Published January 26, 2017
Clinical trials for a new Lyme disease vaccine will be conducted in the U.S. and Belgium after the U.S. Food...
— William Wilberforce
The following is the first half of a two-part article on pertussis. Click here to read the second half of the article.
For the past decade, Americans have been subjected to dire warnings that B. pertussis whooping cough cases are on the rise and it is the fault of parents who don’t vaccinate their children.1 2 3 That myth actually goes back to the early 1980’s,4 when parents of DPT vaccine injured children in the U.S. were asking for a safer pertussis vaccine while, at the same time, discovering that whole cell pertussis vaccine in DPT shots did not prevent infection5 and vaccine immunity lasted for only two to five years.6 7
The same old excuse—“it’s the parent’s fault”—is being invoked again in the 21st century by forced vaccination proponents who want to eliminate vaccine exemptions, 8 9 10 11 just as another generation of parents are discovering that acellular pertussis vaccine in DTaP shots also does not prevent infection 12 13 14 and vaccine immunity is waning, lasting at best for two to five years.15 16 17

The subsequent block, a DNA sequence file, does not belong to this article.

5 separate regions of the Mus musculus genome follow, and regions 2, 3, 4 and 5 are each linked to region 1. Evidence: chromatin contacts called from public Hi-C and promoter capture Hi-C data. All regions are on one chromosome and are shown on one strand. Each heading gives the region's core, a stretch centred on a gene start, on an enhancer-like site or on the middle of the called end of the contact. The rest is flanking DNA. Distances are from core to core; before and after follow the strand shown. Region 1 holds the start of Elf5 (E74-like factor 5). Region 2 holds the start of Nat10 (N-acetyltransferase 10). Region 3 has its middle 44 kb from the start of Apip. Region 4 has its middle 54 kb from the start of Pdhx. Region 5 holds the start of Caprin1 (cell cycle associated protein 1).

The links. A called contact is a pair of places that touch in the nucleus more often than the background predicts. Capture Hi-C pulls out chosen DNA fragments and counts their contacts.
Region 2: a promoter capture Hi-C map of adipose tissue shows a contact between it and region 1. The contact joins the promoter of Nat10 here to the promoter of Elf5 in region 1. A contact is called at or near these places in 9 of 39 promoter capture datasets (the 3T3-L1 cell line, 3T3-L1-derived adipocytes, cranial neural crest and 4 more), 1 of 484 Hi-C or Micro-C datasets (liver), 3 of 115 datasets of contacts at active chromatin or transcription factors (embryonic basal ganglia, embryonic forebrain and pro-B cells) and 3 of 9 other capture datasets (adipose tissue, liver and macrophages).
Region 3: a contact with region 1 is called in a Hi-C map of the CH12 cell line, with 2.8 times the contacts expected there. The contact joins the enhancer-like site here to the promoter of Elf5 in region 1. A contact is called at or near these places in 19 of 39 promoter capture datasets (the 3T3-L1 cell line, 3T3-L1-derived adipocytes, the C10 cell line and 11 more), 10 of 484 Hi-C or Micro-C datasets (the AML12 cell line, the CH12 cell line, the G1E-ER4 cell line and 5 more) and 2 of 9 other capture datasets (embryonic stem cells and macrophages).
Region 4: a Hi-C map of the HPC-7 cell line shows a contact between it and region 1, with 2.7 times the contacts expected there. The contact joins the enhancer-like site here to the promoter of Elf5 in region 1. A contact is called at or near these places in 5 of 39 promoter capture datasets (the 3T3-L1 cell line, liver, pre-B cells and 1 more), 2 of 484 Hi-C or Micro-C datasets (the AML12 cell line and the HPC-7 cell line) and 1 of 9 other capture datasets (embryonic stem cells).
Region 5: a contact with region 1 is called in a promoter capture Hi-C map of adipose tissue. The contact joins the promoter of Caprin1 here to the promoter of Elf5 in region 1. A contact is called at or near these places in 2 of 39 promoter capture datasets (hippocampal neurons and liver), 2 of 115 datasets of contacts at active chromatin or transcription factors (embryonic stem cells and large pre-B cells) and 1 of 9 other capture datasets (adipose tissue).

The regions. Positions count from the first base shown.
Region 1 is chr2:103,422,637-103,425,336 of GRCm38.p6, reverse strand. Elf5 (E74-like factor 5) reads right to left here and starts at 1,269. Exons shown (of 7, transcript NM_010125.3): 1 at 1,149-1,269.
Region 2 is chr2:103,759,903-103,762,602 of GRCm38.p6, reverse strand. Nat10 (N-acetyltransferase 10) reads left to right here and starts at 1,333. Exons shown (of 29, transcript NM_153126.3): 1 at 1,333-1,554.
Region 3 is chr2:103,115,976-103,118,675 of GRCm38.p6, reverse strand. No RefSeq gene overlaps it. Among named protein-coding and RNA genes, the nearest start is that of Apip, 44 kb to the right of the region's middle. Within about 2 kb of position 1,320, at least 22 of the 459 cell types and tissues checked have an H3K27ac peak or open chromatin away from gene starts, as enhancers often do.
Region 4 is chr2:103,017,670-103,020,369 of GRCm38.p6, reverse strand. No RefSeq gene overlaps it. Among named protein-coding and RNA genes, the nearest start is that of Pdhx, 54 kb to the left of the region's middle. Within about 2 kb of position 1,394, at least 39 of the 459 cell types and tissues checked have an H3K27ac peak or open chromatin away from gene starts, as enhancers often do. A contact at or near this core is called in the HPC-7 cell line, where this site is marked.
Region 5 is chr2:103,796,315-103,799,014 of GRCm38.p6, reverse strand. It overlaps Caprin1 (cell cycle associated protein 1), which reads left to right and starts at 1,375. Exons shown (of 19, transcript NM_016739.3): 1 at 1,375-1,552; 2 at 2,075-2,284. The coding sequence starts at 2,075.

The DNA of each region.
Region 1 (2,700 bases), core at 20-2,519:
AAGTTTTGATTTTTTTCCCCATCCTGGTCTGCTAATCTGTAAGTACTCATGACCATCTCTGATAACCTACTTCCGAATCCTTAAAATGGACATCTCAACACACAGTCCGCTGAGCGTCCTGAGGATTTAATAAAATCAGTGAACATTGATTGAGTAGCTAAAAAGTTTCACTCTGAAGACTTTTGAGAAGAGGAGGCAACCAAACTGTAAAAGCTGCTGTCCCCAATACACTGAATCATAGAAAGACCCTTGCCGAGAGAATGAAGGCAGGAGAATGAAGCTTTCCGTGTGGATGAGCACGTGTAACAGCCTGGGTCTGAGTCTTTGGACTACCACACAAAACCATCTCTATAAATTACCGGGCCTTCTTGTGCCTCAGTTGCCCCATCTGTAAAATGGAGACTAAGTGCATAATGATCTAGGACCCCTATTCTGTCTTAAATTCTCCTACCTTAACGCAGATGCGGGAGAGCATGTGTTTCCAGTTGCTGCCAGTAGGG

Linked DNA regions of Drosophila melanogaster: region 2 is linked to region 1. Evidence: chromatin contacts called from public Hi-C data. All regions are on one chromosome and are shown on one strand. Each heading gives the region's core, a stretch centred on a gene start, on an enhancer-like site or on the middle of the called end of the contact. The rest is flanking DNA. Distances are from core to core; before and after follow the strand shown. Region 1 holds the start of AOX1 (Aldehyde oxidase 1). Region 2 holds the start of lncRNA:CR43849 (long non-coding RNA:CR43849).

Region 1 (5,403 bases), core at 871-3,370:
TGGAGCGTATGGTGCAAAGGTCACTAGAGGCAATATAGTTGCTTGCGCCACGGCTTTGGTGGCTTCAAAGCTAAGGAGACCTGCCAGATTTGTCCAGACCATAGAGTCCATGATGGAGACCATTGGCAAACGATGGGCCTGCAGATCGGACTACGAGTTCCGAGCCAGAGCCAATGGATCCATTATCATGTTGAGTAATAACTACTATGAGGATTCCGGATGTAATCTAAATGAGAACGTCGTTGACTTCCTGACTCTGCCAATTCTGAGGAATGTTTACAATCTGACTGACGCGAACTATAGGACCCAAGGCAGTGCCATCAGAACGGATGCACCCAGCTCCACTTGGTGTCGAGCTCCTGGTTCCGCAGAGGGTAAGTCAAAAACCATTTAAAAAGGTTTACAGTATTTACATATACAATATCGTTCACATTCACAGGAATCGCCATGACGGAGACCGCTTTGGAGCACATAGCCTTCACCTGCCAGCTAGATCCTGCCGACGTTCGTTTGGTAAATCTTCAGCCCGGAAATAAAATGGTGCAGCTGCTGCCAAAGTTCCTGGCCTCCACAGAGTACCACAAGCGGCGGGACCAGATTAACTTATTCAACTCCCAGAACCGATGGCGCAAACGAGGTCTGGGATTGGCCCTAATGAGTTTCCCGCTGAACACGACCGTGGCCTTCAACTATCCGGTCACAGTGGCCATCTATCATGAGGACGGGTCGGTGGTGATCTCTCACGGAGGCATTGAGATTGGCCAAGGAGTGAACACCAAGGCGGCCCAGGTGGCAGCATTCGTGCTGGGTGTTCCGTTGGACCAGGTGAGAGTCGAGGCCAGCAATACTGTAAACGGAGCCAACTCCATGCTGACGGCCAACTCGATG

What’s old is new again. And it is time to dispel the myths and lies being told about pertussis and pertussis vaccines.
Now, here is the rest of the story in more detail:
Child pertussis vaccination rates in the U.S. have remained very, very high for the past 35 years.18 Consistently, more than 94% of kindergarten children have had four to five pertussis-containing shots either in whole cell DPT or acellular DTaP vaccines.19 There is a 94% pertussis vaccination rate for children under 35 months old20 and, today, 88% of teenagers attending high school have gotten a sixth pertussis booster shot.21
That’s a lot of pertussis vaccination going on in America for a long time among children of all ages, many of whom are now adults in their 20s, 30s and 40s. So why are public health officials reporting that large numbers of fully vaccinated pre-schoolers in Florida,22 and fully vaccinated teenagers in California,23 and fully vaccinated sisters and brothers of newborn infants are spreading pertussis whooping cough—24even though most have gotten every pertussis shot recommended by the CDC?